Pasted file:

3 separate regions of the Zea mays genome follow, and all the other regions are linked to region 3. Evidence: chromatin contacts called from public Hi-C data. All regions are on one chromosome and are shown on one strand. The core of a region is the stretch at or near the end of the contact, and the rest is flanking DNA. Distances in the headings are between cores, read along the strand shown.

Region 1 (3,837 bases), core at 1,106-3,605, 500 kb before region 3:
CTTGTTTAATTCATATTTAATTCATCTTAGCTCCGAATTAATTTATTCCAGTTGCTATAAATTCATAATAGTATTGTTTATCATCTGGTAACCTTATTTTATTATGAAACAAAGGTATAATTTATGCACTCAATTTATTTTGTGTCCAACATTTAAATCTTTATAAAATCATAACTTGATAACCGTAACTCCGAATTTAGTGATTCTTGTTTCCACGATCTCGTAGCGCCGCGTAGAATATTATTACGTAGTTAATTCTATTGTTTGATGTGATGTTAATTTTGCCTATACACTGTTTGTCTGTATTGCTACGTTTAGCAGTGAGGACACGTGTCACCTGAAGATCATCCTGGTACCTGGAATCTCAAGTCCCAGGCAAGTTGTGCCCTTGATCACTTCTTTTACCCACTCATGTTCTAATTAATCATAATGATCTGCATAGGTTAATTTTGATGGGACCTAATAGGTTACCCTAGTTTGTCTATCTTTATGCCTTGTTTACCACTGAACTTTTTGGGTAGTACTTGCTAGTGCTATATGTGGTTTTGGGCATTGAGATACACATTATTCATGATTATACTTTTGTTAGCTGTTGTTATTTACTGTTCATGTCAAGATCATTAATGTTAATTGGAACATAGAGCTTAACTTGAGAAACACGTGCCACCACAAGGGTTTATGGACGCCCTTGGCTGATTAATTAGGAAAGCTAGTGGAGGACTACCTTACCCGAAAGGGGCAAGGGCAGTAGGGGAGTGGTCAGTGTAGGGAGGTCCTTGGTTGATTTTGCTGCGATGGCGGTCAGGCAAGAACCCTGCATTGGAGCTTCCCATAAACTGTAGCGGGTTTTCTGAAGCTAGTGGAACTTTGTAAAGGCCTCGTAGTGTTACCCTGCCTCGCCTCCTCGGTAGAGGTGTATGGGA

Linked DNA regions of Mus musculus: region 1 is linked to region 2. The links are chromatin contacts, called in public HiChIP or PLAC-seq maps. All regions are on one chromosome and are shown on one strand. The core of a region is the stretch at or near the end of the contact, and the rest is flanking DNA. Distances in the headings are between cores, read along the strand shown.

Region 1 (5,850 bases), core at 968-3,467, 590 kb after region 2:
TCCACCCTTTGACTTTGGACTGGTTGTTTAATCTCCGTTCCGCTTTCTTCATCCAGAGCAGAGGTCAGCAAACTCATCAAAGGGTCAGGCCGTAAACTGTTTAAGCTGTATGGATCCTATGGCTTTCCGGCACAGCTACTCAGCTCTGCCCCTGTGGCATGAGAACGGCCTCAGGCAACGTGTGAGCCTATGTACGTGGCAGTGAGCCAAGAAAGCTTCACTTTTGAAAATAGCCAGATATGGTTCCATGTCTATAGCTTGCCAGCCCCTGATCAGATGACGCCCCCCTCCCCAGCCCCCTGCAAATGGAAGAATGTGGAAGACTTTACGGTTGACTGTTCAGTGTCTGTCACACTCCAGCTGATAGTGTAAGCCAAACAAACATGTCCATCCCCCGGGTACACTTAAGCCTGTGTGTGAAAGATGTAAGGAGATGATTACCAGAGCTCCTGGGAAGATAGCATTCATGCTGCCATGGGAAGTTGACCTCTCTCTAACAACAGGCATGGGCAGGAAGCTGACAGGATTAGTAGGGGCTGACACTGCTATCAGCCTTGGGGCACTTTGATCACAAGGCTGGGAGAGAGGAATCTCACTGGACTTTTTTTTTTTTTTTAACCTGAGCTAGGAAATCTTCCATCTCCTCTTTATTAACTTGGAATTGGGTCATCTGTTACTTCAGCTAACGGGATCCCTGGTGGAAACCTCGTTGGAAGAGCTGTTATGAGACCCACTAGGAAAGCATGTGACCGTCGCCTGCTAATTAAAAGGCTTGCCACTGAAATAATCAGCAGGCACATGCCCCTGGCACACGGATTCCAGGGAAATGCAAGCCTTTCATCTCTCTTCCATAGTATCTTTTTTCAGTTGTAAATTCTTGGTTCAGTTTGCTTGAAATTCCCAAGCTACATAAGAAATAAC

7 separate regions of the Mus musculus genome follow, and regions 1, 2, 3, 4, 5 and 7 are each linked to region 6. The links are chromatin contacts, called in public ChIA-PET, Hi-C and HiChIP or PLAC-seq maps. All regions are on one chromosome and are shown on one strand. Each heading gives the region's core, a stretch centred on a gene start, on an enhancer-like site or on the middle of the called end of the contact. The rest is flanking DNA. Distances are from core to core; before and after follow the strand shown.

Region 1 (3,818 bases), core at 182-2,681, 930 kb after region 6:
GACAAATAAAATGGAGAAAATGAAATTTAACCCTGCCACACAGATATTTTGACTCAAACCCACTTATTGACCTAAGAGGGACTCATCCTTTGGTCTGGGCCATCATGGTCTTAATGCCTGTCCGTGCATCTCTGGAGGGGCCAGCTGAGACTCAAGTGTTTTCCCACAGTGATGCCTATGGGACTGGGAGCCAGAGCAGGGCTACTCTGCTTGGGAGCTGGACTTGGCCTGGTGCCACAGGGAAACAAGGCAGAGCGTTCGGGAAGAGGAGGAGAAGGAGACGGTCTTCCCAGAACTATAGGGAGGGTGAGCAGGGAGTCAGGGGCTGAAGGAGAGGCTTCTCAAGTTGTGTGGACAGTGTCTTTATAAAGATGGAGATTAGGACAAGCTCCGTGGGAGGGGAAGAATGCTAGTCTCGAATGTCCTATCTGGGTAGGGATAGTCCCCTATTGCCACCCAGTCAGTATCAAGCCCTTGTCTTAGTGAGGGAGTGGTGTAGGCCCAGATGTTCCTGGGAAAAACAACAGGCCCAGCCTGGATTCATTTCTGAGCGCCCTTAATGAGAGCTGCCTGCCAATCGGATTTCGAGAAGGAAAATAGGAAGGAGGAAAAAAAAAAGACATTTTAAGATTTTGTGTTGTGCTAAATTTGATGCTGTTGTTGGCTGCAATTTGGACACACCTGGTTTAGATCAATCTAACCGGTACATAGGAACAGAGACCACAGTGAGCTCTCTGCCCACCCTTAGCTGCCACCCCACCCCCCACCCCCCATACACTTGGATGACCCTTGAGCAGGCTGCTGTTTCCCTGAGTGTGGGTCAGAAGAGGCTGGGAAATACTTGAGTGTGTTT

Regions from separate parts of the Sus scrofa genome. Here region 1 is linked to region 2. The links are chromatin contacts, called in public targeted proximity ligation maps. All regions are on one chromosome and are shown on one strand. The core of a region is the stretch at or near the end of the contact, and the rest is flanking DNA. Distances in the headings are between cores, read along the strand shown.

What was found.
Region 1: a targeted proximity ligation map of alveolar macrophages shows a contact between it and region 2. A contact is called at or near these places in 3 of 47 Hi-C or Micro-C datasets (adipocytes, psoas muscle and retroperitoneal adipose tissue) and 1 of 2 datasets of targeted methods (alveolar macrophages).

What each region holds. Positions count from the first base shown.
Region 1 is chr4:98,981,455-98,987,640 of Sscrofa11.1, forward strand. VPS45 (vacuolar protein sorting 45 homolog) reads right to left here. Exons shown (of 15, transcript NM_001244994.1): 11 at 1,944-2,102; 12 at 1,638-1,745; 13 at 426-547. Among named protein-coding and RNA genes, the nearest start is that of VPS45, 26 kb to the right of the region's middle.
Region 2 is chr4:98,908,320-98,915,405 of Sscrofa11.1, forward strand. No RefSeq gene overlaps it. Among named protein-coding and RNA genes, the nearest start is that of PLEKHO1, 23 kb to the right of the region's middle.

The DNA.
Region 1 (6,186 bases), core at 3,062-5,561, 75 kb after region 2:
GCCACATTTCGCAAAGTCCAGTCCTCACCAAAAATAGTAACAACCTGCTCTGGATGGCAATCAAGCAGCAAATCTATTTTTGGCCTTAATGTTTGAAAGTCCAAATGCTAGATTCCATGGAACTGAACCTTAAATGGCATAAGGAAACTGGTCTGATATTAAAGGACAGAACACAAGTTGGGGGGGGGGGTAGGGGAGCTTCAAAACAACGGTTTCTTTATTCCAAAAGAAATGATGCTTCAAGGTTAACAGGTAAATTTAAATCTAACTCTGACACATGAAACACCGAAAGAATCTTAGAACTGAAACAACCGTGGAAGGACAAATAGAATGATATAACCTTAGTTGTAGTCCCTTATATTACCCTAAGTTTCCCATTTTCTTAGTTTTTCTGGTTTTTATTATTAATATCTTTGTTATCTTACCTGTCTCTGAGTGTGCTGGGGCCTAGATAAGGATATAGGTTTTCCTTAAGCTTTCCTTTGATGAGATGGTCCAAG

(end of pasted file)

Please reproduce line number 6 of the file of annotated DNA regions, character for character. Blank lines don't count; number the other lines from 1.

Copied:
TCCACCCTTTGACTTTGGACTGGTTGTTTAATCTCCGTTCCGCTTTCTTCATCCAGAGCAGAGGTCAGCAAACTCATCAAAGGGTCAGGCCGTAAACTGTTTAAGCTGTATGGATCCTATGGCTTTCCGGCACAGCTACTCAGCTCTGCCCCTGTGGCATGAGAACGGCCTCAGGCAACGTGTGAGCCTATGTACGTGGCAGTGAGCCAAGAAAGCTTCACTTTTGAAAATAGCCAGATATGGTTCCATGTCTATAGCTTGCCAGCCCCTGATCAGATGACGCCCCCCTCCCCAGCCCCCTGCAAATGGAAGAATGTGGAAGACTTTACGGTTGACTGTTCAGTGTCTGTCACACTCCAGCTGATAGTGTAAGCCAAACAAACATGTCCATCCCCCGGGTACACTTAAGCCTGTGTGTGAAAGATGTAAGGAGATGATTACCAGAGCTCCTGGGAAGATAGCATTCATGCTGCCATGGGAAGTTGACCTCTCTCTAACAACAGGCATGGGCAGGAAGCTGACAGGATTAGTAGGGGCTGACACTGCTATCAGCCTTGGGGCACTTTGATCACAAGGCTGGGAGAGAGGAATCTCACTGGACTTTTTTTTTTTTTTTAACCTGAGCTAGGAAATCTTCCATCTCCTCTTTATTAACTTGGAATTGGGTCATCTGTTACTTCAGCTAACGGGATCCCTGGTGGAAACCTCGTTGGAAGAGCTGTTATGAGACCCACTAGGAAAGCATGTGACCGTCGCCTGCTAATTAAAAGGCTTGCCACTGAAATAATCAGCAGGCACATGCCCCTGGCACACGGATTCCAGGGAAATGCAAGCCTTTCATCTCTCTTCCATAGTATCTTTTTTCAGTTGTAAATTCTTGGTTCAGTTTGCTTGAAATTCCCAAGCTACATAAGAAATAAC